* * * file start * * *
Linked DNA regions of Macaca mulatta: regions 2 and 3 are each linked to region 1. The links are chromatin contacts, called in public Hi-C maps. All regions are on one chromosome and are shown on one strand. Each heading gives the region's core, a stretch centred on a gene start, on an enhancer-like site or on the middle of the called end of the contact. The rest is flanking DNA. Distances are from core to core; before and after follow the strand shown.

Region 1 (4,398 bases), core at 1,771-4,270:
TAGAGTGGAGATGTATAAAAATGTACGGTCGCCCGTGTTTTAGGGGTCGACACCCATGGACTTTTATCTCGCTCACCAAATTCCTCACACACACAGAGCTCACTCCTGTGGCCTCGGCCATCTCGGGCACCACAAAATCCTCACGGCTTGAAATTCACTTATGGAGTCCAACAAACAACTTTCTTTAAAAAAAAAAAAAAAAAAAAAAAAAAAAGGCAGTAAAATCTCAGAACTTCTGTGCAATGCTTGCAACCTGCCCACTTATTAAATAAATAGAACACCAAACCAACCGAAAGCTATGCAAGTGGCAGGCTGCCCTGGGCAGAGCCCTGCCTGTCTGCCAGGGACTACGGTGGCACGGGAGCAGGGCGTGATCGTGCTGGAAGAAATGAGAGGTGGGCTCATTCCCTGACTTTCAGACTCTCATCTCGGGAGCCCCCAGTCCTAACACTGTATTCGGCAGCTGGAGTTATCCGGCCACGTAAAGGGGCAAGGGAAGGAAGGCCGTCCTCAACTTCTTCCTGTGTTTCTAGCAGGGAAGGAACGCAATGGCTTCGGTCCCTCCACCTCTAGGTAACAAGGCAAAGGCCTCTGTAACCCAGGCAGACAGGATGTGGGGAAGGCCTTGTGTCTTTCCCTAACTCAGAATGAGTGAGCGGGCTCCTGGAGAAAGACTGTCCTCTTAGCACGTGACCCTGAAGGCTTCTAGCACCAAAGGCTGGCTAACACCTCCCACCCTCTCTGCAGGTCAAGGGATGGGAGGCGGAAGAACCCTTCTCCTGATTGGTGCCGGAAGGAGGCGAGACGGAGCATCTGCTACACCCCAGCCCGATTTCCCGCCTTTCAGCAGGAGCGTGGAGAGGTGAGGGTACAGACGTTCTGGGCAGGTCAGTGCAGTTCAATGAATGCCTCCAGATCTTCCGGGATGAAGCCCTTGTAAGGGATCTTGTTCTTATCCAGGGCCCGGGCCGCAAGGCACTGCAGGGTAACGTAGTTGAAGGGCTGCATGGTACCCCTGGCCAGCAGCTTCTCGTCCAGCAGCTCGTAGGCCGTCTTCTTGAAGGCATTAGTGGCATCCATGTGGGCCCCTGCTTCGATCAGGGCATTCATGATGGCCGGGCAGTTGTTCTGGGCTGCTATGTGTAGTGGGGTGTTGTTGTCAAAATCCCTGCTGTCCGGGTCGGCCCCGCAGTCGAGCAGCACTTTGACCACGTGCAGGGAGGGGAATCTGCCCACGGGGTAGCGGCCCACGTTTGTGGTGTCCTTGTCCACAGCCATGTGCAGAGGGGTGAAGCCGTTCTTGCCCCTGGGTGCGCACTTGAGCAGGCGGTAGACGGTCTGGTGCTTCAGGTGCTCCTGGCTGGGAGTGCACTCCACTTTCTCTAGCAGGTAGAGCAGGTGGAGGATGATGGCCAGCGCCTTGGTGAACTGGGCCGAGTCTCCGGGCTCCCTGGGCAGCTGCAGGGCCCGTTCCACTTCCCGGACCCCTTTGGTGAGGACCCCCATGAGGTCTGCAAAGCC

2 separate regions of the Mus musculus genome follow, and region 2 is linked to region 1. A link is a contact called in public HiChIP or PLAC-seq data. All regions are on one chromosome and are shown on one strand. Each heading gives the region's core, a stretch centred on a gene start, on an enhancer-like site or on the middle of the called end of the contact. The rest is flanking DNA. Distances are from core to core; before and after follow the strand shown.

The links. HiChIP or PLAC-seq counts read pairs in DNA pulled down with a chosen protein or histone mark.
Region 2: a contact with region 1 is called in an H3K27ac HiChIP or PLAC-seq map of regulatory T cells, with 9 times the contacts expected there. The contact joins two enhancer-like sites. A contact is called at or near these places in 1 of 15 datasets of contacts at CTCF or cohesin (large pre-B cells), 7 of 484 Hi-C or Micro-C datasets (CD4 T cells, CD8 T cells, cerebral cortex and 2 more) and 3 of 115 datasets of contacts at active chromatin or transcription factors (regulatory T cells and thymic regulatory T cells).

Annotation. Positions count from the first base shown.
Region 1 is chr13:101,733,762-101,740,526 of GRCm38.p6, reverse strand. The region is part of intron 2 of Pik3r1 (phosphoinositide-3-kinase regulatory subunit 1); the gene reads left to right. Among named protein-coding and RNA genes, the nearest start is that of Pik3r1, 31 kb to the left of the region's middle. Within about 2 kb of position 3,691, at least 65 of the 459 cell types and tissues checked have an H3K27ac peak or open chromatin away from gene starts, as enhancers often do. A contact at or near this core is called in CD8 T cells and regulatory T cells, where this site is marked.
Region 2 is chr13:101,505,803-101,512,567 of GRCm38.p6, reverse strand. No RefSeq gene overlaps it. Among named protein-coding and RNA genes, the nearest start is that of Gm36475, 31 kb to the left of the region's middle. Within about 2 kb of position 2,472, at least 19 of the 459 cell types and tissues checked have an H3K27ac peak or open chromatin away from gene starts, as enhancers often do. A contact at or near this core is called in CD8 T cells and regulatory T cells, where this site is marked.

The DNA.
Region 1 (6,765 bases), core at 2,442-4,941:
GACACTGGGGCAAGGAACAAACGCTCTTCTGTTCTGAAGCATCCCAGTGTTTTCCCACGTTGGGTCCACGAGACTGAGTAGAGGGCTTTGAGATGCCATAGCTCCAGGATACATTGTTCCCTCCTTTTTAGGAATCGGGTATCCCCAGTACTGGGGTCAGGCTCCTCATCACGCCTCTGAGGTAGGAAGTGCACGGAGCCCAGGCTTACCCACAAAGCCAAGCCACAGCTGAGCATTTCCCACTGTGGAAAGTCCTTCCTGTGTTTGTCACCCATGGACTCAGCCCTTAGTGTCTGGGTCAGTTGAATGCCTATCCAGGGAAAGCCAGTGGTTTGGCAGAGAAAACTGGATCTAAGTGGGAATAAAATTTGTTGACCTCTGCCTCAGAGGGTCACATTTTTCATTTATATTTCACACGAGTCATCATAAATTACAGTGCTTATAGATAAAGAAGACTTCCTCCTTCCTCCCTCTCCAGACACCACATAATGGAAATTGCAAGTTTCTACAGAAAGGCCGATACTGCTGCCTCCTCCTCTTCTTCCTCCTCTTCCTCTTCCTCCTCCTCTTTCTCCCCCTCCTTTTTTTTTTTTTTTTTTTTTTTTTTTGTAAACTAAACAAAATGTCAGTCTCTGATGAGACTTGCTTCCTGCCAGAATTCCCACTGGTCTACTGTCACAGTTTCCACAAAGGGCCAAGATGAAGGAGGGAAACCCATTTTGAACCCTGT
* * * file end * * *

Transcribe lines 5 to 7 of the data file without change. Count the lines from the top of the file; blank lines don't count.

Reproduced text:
The links. HiChIP or PLAC-seq counts read pairs in DNA pulled down with a chosen protein or histone mark.
Region 2: a contact with region 1 is called in an H3K27ac HiChIP or PLAC-seq map of regulatory T cells, with 9 times the contacts expected there. The contact joins two enhancer-like sites. A contact is called at or near these places in 1 of 15 datasets of contacts at CTCF or cohesin (large pre-B cells), 7 of 484 Hi-C or Micro-C datasets (CD4 T cells, CD8 T cells, cerebral cortex and 2 more) and 3 of 115 datasets of contacts at active chromatin or transcription factors (regulatory T cells and thymic regulatory T cells).

Annotation. Positions count from the first base shown.